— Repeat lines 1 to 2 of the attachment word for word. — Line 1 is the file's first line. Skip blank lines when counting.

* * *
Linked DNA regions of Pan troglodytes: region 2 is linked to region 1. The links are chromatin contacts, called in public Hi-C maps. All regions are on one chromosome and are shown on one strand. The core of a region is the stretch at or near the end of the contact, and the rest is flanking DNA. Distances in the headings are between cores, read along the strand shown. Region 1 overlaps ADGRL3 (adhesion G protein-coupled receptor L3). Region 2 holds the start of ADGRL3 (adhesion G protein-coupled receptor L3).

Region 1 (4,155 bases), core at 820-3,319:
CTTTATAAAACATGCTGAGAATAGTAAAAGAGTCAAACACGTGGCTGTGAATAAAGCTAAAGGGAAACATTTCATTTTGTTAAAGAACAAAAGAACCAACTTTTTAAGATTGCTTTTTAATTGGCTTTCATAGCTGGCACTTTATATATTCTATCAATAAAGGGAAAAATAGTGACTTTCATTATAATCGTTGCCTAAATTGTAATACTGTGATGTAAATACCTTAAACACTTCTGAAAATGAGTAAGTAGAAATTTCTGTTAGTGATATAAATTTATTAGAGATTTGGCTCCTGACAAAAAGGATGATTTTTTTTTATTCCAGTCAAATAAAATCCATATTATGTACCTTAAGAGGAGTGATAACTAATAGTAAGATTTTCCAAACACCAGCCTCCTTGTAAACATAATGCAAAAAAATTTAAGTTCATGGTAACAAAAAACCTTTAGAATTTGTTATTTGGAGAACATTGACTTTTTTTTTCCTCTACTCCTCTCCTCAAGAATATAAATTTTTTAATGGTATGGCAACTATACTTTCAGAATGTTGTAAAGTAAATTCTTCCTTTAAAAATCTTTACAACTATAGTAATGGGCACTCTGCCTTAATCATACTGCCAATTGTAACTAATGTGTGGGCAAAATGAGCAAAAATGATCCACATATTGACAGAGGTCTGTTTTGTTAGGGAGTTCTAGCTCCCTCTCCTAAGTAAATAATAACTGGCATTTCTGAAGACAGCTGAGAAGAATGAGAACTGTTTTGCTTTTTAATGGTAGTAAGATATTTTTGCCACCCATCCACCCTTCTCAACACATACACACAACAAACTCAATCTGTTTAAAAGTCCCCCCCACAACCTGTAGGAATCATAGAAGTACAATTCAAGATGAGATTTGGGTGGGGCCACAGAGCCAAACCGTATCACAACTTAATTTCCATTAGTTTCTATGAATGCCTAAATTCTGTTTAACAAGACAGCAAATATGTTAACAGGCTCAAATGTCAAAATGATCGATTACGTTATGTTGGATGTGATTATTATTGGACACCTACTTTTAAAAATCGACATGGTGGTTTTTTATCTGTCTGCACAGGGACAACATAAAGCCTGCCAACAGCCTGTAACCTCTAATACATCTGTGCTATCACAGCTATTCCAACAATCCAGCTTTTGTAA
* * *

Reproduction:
Linked DNA regions of Pan troglodytes: region 2 is linked to region 1. The links are chromatin contacts, called in public Hi-C maps. All regions are on one chromosome and are shown on one strand. The core of a region is the stretch at or near the end of the contact, and the rest is flanking DNA. Distances in the headings are between cores, read along the strand shown. Region 1 overlaps ADGRL3 (adhesion G protein-coupled receptor L3). Region 2 holds the start of ADGRL3 (adhesion G protein-coupled receptor L3).

Region 1 (4,155 bases), core at 820-3,319: